Puerto Rican Bar Association honors women in the law with Flor De Maga Awards
The Puerto Rican Bar Association continued its annual tradition last Thursday when it honored six women, including the president of the New York State Academy of Trial Lawyers, with Flor De Maga Awards during a ceremony in Manhattan.
The six honorees included Angelicque Moreno, president of the NYS Academy of Trial Lawyers; Justice Llinet Rosado, Supreme Court, Bronx County; attorneys Maria Perez-Brown and Christina Seda-Acosta; and Barbie Melendez and Irma Pena.
“This is an opportunity for us to honor women,” said PRBA President Stephanie Correa. “It would be wonderful if we can move from a period of time where we are hearing that this is the first woman to do this or the first woman to do that. What’s incredible is that on the dais here we have women who have helped shatter glass ceilings and have contributed to pay equality in their respective areas in the law just by what they do.”
The event was held at Patterson Belknap Webb & Tyler LLP in Manhattan where Past President Carmen Pacheco, chair of the PRBA Women’s Committee, served as the master of ceremonies.
“Flor De Maga celebrates women who impact our community,” Pacheco said. “Like the maga tree, our honorees are strong, durable, well-balanced and beautiful. This year’s award is presented to women that exhibit leadership skills in their field of expertise, have been a role model and mentor to other women and girls, and advocates for social and cultural change that creates a more equitable society through advocacy, creativity and social economic development.”
Moreno, who grew up in the projects in the Bronx, was introduced by Justice Lizette Colon. The judge commented that it brings her a lot of pride as a Puerto Rican to see Moreno stand out as a trial attorney in a highly competitive field.
“I appreciate it and I cherish your appearance on behalf of all of us Latinas,” Justice Colon said. “She is a magnificent and outstanding bar leader. Angelicque is the president of the New York State Academy of Trial Lawyers, the vice president of the Brooklyn Women’s Bar Association, director of the New York State Bar Association’s Trial Section, director of the New York City Trial Lawyers Association, a member of the Grievance Committee for the 2nd, 11th and 13th judicial districts, as well as the founding director of Esquire Bank. It’s incredible.”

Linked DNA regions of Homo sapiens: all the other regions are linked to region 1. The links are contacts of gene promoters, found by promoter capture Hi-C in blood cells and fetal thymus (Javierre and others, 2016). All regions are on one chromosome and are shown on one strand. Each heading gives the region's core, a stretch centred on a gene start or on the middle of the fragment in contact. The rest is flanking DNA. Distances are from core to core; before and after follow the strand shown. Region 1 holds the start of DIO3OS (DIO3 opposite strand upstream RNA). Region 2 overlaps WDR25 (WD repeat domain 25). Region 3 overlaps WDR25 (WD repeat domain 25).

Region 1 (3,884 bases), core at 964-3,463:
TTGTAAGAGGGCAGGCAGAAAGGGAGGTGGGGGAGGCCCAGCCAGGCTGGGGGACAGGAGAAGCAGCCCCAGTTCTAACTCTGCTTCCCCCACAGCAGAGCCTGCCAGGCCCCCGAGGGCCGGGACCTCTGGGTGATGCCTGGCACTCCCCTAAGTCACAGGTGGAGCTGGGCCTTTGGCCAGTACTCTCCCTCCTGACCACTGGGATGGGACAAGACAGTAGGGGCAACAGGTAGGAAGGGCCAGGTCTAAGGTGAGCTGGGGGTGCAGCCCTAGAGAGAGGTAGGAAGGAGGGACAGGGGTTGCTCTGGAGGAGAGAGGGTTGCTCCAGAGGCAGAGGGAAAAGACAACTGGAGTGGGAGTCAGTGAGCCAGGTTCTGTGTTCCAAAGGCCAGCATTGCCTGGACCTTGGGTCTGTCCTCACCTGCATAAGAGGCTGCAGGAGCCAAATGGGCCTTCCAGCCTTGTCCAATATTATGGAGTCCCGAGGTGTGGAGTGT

Moreno shared her story about growing up poor in the Bronx, with her large family living in one small apartment. She explained that one of her cousins grew up with challenging disabilities and developmental delays due to medical malpractice and it inspired her to become a lawyer. However, with almost no role models in the legal community, at the time, she described it as an arduous process with almost no mentors.
“When I went to law school, I was so close to my dreams,” Moreno recalled. “But what was disturbing was having someone tell me and the other three Latinos in the entire school that we didn’t deserve to be there and we were only there because of affirmative action. I started doubting myself. When I graduated and had to take the bar, someone told me, ‘I don’t know if you can do that.’
“My family simply said you can,” she continued. “Then every day of my life, since I met my husband, I have had a whisper saying, you will. The mantra of my life has been, you should, you can, you will.”
Moreno explained that is why she is involved in bar associations — to help provide others with the mentor and inspiration that she didn’t have.
“Especially for any young lawyers who may be here today — if there is ever a time where you wonder if you should apply for a job, you don’t have to go any farther than to come here to the Puerto Rican Bar Association and talk to President Correa, Carmen Pacheco or Justice Colon. They will tell you that you should.”
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